Some sobering truths on how an American hero was treated during his own lifetime
Dir: Sam Pollard. US. 2020. 106mins.
Fifty years after his murder, Martin Luther King Jr. is hailed as an American hero and champion of non-violent protest, but as MLK/FBI suggests, that wasn’t necessarily how he was viewed in his own time — especially by the government. Sam Pollard’s meticulous documentary makes good use of recently declassified files to study how the FBI targeted the civil-rights leader, determined to undermine his moral authority and personally embarrass him. The film isn’t particularly electric in its presentation, but it serves as a sombre reminder of how much white supremacy is woven into the country’s fabric — and also how relevant King’s causes remain today.
MLK/FBI explores the lengths that the bureau went to spy on the civil-rights leader
Screening as part of several North American fall film festivals, MLK/FBI will strike a chord as the Black Lives Matter movement gains visibility in the US. And considering the success of recent portraits like Selma and I Am Not Your Negro, this deep dive into King’s battle with racism — and FBI head J. Edgar Hoover — should prove popular with socially-conscious viewers.
Pollard (Sammy Davis, Jr.: I’ve Gotta Be Me) reconstructs King’s often fractious relationship with the US government, explaining why Hoover saw the activist as a danger to the nation. Drawing from archival footage, clips from fiction films that glorified the FBI, and interviews with scholars, MLK/FBI explores the lengths that the bureau went to spy on the civil-rights leader. Of special interest were King’s extramarital affairs, which Hoover hoped would demonstrate to the American people that this politically outspoken minister was nothing but a hypocrite.
More an important history lesson than riveting cinema, MLK/FBI can’t escape a certain dryness as it combs through surveillance reports. Unlike a documentary such as I Am Not Your Negro, which brought the late James Baldwin back to life through the power of his words and public statements, Pollard’s film doesn’t feature an enormous amount of clips of King himself. When he is shown, however, in clips from The Merv Griffin Show or Face The Nation — or when he receives his Nobel Peace Prize — it’s striking just how confident and composed this young man was, his calm charisma always evident.
But as the film’s title suggests, King is only part of this story, and Pollard spends a fair amount of time charting the development of the FBI — as well as the rise of Hoover, who led the intelligence agency for nearly 50 years. MLK/FBI makes a persuasive case that Hoover saw his job as preserving a specific kind of American life — a rigidly white, patriarchal one — and therefore hired men at the bureau who reflected that worldview. It was no surprise, then, that King’s ability to rally black (and many white) Americans to the cause of social justice and racial equality alarmed Hoover, who became obsessed with taking down the minister.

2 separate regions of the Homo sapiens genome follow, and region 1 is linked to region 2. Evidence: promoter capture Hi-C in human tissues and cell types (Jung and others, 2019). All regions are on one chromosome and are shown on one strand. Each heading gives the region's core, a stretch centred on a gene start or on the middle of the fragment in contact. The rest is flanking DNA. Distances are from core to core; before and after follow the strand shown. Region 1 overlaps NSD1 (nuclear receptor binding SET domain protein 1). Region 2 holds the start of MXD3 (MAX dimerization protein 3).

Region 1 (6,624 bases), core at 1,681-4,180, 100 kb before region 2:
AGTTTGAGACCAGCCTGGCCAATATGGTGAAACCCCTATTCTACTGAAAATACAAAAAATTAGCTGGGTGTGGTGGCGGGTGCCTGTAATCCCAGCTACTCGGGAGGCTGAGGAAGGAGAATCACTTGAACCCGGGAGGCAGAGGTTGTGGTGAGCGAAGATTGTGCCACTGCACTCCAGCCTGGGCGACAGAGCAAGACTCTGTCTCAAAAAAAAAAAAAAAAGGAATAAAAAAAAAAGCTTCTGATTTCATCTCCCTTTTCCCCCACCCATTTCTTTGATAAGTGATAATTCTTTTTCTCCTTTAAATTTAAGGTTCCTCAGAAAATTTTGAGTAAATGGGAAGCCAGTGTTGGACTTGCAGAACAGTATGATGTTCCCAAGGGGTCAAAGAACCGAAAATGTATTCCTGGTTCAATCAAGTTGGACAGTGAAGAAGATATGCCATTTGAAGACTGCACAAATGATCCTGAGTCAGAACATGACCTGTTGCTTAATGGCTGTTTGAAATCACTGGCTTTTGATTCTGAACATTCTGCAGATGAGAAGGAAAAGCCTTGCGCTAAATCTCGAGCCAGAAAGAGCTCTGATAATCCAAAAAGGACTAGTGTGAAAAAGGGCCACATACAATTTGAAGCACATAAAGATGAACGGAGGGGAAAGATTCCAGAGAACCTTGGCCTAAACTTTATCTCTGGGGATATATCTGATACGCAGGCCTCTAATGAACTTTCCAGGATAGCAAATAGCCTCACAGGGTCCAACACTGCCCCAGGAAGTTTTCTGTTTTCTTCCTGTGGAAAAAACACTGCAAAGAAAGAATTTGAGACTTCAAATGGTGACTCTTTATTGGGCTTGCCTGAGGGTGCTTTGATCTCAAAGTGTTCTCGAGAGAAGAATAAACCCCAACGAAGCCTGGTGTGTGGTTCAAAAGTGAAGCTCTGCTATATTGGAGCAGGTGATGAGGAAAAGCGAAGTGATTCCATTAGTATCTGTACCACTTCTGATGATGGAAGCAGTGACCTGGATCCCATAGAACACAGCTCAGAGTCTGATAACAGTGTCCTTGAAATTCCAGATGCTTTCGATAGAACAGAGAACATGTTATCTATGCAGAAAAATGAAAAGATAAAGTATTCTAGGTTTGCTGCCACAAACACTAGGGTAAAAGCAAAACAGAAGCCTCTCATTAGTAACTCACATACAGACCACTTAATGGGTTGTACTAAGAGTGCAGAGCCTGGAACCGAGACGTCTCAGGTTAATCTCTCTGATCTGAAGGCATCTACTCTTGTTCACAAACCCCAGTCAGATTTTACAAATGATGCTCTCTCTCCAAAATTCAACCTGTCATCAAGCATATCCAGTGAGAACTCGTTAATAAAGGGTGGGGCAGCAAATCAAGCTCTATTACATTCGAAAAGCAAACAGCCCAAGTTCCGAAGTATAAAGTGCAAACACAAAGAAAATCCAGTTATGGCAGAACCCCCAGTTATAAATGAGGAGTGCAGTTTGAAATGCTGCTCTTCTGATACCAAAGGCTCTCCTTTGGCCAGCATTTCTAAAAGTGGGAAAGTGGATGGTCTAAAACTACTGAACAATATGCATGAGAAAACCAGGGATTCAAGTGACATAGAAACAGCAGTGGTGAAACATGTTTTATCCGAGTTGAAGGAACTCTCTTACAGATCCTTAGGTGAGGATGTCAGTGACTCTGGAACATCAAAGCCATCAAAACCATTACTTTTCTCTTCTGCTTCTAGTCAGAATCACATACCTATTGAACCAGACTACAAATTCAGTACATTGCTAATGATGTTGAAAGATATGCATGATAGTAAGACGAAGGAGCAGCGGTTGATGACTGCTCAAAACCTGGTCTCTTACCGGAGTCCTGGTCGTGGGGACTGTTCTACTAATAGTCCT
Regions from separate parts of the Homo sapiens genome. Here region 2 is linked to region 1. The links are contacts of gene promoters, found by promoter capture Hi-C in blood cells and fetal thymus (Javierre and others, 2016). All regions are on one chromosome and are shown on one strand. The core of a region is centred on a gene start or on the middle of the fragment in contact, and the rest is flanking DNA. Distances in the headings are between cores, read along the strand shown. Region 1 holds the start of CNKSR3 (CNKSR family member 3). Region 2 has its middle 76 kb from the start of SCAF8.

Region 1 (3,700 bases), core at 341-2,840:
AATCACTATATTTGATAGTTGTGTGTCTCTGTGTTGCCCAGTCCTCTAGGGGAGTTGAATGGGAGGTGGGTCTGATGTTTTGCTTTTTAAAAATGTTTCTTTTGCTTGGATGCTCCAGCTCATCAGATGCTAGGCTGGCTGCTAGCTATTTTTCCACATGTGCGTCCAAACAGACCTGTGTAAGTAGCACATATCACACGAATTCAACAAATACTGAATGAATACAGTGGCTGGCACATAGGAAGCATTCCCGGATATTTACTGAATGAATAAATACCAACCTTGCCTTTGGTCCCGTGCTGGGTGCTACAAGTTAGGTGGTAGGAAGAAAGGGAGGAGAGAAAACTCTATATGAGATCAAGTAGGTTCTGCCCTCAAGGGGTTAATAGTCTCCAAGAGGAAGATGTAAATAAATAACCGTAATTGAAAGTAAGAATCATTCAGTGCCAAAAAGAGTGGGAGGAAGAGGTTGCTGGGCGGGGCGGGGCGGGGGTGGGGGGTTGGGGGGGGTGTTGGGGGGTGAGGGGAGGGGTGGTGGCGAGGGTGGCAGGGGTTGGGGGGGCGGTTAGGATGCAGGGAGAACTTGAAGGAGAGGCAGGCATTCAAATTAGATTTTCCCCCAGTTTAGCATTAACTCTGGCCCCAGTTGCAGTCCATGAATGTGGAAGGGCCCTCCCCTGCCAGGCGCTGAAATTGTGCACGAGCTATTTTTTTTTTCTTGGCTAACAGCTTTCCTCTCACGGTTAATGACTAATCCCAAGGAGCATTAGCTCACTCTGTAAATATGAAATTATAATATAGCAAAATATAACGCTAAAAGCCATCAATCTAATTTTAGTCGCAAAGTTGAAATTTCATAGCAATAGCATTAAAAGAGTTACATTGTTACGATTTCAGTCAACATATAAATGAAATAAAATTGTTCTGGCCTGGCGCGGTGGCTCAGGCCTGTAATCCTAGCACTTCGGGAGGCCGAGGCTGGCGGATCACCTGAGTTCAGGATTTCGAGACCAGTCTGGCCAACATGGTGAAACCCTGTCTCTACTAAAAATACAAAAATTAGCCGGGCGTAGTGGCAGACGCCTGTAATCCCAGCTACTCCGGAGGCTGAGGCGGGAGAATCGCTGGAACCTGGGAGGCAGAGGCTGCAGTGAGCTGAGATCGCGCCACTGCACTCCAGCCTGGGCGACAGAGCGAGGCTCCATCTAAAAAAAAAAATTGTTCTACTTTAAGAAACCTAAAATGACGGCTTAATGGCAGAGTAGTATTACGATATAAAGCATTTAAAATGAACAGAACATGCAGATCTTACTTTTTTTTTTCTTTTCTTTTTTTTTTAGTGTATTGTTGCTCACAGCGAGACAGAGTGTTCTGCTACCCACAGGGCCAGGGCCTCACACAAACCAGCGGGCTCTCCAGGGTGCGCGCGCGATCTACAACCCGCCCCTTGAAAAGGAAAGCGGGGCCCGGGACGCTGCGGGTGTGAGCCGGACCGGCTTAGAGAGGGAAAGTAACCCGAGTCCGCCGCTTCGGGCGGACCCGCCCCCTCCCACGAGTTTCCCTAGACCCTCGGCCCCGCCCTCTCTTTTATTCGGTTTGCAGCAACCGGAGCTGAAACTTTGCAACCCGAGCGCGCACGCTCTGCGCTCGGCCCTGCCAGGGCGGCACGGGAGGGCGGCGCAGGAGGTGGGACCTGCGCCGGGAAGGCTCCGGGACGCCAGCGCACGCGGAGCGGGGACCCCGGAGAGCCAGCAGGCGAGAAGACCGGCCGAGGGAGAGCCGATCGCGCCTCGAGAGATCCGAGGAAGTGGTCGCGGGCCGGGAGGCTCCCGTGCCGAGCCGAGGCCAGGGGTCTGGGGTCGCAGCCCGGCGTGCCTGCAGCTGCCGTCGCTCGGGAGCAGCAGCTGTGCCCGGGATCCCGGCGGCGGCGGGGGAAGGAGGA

MLK/FBI incorporates several speakers — including Clarence Jones, who was friends with King, and Beverly Gage, a historian writing a book about Hoover — who provide crucial context, although Pollard intriguingly chooses not to feature them on screen, instead letting their voices serve as a soundtrack to accompany the visuals. Among those are clips from films like the 1959 Jimmy Stewart drama The FBI Story, and the documentary smartly illustrates how Hoover, as part of his propaganda campaign to boost the FBI’s image, recruited Hollywood to tell stories that depicted the so-called G-Men as protectors of the public good.
Right now, when black Americans are still being killed by white police officers, inspiring mass protests and a renewed cry to examine systemic racism in US institutions, MLK/FBI speaks to the opposition King faced in his lifetime — and not just from the FBI. Pollard deftly utilises news footage in which bigoted white Americans berate the activist for being a troublemaker. Even President Lyndon Johnson, who fought to enact civil-rights legislature that King spearheaded, eventually viewed King as an adversary once the minister denounced the Vietnam War, putting him in opposition with the president.
At its best, MLK/FBI connects the dots between then and now, arguing that the nation’s continued inability to grapple with its legacy of slavery perpetuates racial tension and inequality. The film may not always be dynamic, but its sober lesson couldn’t be clearer: it became much easier for some to honour King long after his death and when he was no longer a threat.
Production company: Tradecraft Films
US sales: Cinetic Media, email@example.com
Producer: Benjamin Hedin
Screenplay: Benjamin Hedin, Laura Tomaselli, based on the book The FBI And Martin Luther King, Jr.: From “Solo” To Memphis by David J. Garrow
Editing: Laura Tomaselli
Cinematography: Robert Chappell
Music: Gerald Clayton